Texans Take to the Trenches: WWI The Lone Star State and the Great War is an online exhibit from the Texas State Library and Archives Commission to mark the 100th anniversary of the "Great War." More than 198,000 Texans joined the United States military, and even more contributed to the war effort on the home front. This exhibit featuring primary documents, includes both documents and images. There is a companion...
Texans Take to the Trenches: WWI The Lone Star State and the Great War is an exhibit from the Texas State Library and Archives Commission to mark the 100th anniversary of the "Great War." More than 198,000 Texans joined the United States military, and even more contributed to the war effort on the home front. The event is free and open to the public and offers a first look at the exhibit which will be open through...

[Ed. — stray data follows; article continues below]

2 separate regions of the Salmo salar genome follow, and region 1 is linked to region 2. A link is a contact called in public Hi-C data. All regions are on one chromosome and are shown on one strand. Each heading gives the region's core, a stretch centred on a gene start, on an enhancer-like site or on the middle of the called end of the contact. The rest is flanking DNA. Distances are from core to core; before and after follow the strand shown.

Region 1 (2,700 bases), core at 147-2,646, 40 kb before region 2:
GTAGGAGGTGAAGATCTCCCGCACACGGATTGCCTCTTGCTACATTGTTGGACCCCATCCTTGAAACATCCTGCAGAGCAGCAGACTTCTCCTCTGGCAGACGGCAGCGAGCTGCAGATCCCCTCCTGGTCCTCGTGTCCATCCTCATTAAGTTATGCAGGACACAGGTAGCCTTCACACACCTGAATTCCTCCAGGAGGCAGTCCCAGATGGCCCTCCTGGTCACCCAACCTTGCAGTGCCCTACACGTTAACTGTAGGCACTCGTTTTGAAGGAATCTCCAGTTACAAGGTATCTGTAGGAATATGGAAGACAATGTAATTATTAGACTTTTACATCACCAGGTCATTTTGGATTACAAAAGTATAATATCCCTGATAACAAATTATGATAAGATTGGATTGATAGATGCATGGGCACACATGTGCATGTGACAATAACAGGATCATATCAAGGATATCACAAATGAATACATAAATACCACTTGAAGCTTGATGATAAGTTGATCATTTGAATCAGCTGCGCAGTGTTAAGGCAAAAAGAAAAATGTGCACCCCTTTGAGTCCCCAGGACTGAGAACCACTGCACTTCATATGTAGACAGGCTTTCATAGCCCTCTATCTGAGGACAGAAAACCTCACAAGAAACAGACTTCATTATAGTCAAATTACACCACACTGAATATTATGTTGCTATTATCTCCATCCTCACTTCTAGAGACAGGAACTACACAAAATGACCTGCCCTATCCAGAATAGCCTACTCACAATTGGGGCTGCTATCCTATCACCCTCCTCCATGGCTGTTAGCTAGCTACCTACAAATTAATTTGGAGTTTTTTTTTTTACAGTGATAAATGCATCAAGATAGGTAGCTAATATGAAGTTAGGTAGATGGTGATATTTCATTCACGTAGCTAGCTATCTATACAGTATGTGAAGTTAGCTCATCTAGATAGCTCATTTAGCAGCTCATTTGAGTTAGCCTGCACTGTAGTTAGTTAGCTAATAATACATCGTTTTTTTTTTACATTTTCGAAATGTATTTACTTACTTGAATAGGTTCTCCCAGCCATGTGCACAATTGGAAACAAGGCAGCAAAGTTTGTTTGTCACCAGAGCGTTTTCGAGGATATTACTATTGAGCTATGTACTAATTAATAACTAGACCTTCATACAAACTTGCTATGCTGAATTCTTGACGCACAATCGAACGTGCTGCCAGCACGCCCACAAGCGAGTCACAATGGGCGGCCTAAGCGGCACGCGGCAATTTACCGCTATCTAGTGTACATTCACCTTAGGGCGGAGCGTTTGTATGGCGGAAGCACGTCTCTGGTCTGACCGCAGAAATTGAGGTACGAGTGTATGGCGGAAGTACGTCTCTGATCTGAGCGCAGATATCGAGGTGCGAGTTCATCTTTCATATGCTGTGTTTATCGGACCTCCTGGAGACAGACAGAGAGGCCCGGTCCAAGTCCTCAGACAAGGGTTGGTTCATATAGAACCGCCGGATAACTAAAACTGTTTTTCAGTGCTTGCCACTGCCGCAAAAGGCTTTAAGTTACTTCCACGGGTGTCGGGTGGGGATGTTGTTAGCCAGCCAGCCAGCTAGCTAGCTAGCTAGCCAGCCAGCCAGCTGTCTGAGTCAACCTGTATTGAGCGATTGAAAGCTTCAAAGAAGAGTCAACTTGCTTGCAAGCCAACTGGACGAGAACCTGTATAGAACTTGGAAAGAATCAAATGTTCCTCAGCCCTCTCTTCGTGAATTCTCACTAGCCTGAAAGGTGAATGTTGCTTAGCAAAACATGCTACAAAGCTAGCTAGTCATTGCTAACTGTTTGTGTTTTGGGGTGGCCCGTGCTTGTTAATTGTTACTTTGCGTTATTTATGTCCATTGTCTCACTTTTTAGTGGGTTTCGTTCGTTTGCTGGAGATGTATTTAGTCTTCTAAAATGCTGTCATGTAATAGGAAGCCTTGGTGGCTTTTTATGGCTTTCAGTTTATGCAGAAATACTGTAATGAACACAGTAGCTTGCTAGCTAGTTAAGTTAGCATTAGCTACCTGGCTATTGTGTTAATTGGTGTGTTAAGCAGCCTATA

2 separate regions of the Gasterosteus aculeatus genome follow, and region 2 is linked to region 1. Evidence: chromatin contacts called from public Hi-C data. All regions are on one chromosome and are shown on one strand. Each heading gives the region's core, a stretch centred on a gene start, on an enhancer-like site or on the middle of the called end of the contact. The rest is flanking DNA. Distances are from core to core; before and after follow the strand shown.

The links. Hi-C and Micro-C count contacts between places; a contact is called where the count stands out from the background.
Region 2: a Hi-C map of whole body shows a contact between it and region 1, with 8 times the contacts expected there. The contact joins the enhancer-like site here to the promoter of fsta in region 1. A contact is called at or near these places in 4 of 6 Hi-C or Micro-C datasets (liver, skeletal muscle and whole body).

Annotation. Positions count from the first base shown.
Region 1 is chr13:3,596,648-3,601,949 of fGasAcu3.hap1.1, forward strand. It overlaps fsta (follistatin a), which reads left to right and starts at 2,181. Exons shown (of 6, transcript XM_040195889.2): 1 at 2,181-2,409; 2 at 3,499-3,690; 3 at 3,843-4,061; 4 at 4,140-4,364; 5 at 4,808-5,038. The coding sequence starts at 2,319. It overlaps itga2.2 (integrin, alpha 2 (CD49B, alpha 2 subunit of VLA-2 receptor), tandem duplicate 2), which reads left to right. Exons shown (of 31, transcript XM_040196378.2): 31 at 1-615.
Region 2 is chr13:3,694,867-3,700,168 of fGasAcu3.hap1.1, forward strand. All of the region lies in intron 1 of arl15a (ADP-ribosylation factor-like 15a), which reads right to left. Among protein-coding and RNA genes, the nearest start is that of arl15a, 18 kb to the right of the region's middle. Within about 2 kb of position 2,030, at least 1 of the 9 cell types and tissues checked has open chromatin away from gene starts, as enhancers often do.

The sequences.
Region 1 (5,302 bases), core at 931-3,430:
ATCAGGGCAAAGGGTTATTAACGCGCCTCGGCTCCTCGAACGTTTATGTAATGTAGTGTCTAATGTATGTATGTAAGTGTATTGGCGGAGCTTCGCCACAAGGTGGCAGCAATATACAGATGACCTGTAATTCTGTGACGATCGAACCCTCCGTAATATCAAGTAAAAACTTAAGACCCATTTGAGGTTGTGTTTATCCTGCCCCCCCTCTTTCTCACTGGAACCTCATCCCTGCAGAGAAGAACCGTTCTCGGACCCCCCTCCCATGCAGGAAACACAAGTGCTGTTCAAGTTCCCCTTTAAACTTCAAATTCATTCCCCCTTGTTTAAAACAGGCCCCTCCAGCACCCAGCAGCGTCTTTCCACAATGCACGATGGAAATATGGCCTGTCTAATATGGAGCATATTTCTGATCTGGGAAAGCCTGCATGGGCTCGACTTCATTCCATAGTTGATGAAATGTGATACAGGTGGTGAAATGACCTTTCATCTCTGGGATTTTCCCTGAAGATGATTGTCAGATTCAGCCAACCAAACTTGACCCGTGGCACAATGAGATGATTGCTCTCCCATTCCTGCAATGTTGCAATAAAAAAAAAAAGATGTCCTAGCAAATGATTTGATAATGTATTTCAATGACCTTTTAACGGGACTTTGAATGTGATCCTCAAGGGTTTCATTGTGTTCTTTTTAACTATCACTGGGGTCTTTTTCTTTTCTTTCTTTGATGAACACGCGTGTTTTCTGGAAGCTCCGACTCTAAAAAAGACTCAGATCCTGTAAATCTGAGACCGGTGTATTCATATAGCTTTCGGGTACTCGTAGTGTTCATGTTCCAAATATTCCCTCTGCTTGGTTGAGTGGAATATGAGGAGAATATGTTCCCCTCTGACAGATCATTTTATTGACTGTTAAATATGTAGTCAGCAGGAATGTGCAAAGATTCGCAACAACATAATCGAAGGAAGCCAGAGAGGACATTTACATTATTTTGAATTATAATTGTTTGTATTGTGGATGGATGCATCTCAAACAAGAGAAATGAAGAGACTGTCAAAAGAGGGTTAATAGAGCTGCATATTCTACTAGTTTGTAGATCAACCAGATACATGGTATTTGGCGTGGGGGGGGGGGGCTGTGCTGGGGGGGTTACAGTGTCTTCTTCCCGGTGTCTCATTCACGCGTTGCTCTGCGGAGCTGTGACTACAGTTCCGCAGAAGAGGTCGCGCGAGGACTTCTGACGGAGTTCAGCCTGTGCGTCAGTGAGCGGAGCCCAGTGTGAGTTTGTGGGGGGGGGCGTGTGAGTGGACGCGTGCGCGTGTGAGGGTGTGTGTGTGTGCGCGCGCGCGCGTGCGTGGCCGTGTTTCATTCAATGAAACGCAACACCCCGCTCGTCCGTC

This is a free workshop sponsored by the Texas State Library and Commission targeted at any TexShare library – particularly youth services staff, reference staff in public libraries and academic education libraries. CE Credit: 3 TSLAC CE hours Bring books to life! From videos filmed in authors’ studios, lesson plans, book trailers, and vocabulary lists get ready to access resources that will expand reading...
Every year the Texas Library Association and the Texas State Library and Archives Commission announces the Little Maverick Graphic Novel Reading List, collecting and recognizing children's graphic novels appropriate for grades K-5.